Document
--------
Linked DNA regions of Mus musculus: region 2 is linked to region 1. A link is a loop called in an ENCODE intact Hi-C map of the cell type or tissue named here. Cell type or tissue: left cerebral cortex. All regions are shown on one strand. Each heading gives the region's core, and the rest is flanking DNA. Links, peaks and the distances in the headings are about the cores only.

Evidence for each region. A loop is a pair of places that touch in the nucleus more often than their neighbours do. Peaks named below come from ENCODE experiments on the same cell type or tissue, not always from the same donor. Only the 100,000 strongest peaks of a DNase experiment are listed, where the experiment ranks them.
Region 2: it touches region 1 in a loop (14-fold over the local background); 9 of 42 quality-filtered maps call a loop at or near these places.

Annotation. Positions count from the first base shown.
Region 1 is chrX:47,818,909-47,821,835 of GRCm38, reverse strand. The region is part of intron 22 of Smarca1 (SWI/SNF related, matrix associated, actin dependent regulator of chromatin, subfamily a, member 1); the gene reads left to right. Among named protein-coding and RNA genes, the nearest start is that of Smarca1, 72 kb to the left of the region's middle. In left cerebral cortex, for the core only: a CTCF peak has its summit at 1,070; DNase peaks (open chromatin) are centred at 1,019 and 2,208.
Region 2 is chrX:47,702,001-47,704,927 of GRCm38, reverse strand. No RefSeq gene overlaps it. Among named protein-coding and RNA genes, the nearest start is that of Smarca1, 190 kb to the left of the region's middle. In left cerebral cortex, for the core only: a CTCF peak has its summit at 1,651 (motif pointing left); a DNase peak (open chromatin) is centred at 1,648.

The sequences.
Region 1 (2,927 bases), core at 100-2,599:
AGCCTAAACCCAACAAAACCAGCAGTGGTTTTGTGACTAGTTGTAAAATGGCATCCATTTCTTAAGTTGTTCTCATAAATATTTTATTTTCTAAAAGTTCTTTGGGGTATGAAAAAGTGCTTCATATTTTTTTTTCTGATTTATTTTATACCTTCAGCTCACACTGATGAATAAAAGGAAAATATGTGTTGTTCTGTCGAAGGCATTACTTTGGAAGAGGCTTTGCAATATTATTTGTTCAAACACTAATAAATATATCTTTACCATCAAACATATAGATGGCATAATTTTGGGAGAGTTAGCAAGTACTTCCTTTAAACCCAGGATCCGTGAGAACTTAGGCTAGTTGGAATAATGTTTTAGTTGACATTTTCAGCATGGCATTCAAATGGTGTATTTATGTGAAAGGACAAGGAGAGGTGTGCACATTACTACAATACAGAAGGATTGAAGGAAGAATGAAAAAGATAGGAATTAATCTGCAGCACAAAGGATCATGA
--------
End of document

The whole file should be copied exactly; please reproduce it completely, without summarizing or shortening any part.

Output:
Linked DNA regions of Mus musculus: region 2 is linked to region 1. A link is a loop called in an ENCODE intact Hi-C map of the cell type or tissue named here. Cell type or tissue: left cerebral cortex. All regions are shown on one strand. Each heading gives the region's core, and the rest is flanking DNA. Links, peaks and the distances in the headings are about the cores only.

Evidence for each region. A loop is a pair of places that touch in the nucleus more often than their neighbours do. Peaks named below come from ENCODE experiments on the same cell type or tissue, not always from the same donor. Only the 100,000 strongest peaks of a DNase experiment are listed, where the experiment ranks them.
Region 2: it touches region 1 in a loop (14-fold over the local background); 9 of 42 quality-filtered maps call a loop at or near these places.

Annotation. Positions count from the first base shown.
Region 1 is chrX:47,818,909-47,821,835 of GRCm38, reverse strand. The region is part of intron 22 of Smarca1 (SWI/SNF related, matrix associated, actin dependent regulator of chromatin, subfamily a, member 1); the gene reads left to right. Among named protein-coding and RNA genes, the nearest start is that of Smarca1, 72 kb to the left of the region's middle. In left cerebral cortex, for the core only: a CTCF peak has its summit at 1,070; DNase peaks (open chromatin) are centred at 1,019 and 2,208.
Region 2 is chrX:47,702,001-47,704,927 of GRCm38, reverse strand. No RefSeq gene overlaps it. Among named protein-coding and RNA genes, the nearest start is that of Smarca1, 190 kb to the left of the region's middle. In left cerebral cortex, for the core only: a CTCF peak has its summit at 1,651 (motif pointing left); a DNase peak (open chromatin) is centred at 1,648.

The sequences.
Region 1 (2,927 bases), core at 100-2,599:
AGCCTAAACCCAACAAAACCAGCAGTGGTTTTGTGACTAGTTGTAAAATGGCATCCATTTCTTAAGTTGTTCTCATAAATATTTTATTTTCTAAAAGTTCTTTGGGGTATGAAAAAGTGCTTCATATTTTTTTTTCTGATTTATTTTATACCTTCAGCTCACACTGATGAATAAAAGGAAAATATGTGTTGTTCTGTCGAAGGCATTACTTTGGAAGAGGCTTTGCAATATTATTTGTTCAAACACTAATAAATATATCTTTACCATCAAACATATAGATGGCATAATTTTGGGAGAGTTAGCAAGTACTTCCTTTAAACCCAGGATCCGTGAGAACTTAGGCTAGTTGGAATAATGTTTTAGTTGACATTTTCAGCATGGCATTCAAATGGTGTATTTATGTGAAAGGACAAGGAGAGGTGTGCACATTACTACAATACAGAAGGATTGAAGGAAGAATGAAAAAGATAGGAATTAATCTGCAGCACAAAGGATCATGA